Microsoft is committed to advancing technology. In order to do so, last year Microsoft researched along the Central Coast to learn more about the possibility of keeping data centers cooler for a lower cost (and hopefully providing increased Web speeds eventually) by placing them underwater.
You may be thinking: “Electronics under water? Are you crazy?!”
However, Microsoft thinks there may be a safe way to do so off Avila Beach’s Cal Poly Pier. Chosen for testing because it’s a section of beach that is not open to the public; this beach additionally has a built-in industrial electrical system in place for marine research. The team tested the possibility of sinking computer equipment and a data center tester in a 38,000-pound container, which was submerged in 30 feet of water for almost 3 and a half months. This large container (roughly 10’ x 7’) is able to hold the equivalent of 300 computers worth of cloud servers. The idea of being able to house data centers in deep, cool water is beneficial because they generate a monumental amount of heat and require expensive cooling systems.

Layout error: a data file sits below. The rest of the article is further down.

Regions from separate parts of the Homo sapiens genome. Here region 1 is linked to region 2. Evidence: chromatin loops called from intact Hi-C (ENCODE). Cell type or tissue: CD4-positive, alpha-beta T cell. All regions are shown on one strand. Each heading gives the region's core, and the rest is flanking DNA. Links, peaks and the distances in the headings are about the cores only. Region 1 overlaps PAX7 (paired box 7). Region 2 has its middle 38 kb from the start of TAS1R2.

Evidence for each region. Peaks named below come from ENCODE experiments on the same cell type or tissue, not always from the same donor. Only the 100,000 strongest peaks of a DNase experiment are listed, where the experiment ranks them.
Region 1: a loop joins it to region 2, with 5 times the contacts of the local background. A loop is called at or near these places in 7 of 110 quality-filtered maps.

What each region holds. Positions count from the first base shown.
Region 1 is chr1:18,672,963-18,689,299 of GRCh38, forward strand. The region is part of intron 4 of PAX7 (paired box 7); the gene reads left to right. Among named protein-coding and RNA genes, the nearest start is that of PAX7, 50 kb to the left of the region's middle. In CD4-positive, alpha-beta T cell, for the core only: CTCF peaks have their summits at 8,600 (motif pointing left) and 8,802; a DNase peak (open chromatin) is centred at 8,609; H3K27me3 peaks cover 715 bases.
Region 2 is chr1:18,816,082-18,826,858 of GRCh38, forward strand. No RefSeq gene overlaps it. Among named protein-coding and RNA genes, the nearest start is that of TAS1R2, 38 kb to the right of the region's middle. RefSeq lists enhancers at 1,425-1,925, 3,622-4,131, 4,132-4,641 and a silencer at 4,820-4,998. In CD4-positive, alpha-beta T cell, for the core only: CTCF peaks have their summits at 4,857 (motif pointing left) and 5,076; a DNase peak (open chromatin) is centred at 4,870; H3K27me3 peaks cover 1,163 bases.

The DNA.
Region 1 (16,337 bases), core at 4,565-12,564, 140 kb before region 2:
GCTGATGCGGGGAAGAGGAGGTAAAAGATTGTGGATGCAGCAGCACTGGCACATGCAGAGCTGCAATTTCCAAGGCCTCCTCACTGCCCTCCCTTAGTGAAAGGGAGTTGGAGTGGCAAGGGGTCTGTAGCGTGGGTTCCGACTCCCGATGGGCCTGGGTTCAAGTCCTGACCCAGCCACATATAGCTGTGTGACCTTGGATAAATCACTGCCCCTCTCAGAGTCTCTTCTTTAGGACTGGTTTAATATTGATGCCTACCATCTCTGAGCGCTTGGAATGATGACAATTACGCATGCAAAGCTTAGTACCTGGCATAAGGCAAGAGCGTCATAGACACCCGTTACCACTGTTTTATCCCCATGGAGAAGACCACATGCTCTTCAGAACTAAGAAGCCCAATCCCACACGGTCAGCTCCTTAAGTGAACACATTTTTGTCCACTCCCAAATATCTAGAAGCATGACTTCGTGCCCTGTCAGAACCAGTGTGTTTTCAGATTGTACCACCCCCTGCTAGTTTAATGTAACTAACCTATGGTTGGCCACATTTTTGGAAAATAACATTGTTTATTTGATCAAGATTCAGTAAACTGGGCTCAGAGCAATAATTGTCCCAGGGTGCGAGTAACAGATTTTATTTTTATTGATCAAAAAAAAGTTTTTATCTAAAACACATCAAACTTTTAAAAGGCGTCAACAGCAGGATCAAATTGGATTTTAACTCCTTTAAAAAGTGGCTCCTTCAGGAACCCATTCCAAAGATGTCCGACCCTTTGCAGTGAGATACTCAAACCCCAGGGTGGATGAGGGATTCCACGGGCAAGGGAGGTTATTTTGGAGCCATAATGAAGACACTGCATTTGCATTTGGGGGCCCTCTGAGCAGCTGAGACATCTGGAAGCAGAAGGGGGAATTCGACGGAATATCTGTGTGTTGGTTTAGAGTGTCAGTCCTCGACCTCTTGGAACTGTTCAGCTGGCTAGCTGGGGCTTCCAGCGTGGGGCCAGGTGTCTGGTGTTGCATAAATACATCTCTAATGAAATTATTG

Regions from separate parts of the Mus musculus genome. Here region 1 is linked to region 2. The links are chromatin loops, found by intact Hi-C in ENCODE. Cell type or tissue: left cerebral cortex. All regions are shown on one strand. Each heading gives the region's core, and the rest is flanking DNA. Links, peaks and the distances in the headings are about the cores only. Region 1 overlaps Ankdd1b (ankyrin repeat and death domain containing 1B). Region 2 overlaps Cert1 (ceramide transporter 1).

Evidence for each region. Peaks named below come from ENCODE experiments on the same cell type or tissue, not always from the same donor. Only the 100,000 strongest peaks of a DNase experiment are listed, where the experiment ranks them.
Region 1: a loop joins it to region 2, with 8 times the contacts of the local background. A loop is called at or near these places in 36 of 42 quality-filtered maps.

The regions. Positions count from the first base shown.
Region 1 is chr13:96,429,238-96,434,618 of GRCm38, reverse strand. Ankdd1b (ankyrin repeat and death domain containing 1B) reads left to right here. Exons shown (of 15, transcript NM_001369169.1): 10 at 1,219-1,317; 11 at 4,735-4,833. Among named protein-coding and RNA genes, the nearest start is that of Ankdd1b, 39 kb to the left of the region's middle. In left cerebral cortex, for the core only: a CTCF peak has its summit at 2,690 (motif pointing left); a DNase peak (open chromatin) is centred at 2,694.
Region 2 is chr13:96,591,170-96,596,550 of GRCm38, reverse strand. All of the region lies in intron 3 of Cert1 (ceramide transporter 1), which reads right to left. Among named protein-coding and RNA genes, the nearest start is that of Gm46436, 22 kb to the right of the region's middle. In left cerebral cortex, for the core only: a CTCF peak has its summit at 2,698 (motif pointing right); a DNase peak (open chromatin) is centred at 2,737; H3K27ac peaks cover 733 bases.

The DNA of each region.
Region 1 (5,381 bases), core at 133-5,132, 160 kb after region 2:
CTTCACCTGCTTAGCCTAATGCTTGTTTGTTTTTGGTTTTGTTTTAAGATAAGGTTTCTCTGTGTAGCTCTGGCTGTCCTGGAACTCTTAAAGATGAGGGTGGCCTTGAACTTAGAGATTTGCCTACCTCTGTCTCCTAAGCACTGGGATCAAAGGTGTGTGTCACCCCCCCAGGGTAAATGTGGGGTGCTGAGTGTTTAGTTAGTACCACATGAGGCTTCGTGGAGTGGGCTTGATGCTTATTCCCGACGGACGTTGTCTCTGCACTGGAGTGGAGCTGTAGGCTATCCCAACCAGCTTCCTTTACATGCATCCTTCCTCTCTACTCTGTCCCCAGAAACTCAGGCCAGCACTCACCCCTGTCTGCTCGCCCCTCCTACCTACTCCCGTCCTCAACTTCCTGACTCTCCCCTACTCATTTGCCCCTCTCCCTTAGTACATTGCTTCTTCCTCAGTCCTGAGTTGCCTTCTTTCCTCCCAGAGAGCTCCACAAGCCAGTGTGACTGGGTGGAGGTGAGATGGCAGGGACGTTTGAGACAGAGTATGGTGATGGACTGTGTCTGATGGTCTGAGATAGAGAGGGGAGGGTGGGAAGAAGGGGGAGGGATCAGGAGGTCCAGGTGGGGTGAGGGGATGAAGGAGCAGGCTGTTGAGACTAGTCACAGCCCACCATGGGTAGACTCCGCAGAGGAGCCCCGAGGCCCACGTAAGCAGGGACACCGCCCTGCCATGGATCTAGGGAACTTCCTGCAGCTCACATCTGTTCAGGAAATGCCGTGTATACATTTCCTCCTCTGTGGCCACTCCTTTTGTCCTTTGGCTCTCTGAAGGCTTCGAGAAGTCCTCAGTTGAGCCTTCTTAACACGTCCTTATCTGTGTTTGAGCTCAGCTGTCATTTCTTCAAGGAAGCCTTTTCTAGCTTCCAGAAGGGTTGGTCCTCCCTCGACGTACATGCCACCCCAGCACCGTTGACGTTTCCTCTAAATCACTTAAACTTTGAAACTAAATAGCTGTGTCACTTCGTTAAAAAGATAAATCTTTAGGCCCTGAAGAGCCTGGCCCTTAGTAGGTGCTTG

Another reason Microsoft decided to research this possibility is the possibility of providing speedy data transmission to the public. Microsoft reports that “more than half of the world’s population lives by the coast;” therefore, having data centers located underwater and off the coast would provide better access.
The chilly water holds the possibility to drastically reduce the costs associated with keeping the devices cool; however, it has to be accomplished without damage to the devices. There is no further information on whether more research has been conducted, but it’s always good to keep thinking forward in the tech world. We do know one thing for sure, in reference to Microsoft’s widely popular video game, Halo, the capsule was dubbed Leona Philpot (ironically identifying as a character who brakes her neck when she dives into a pool).
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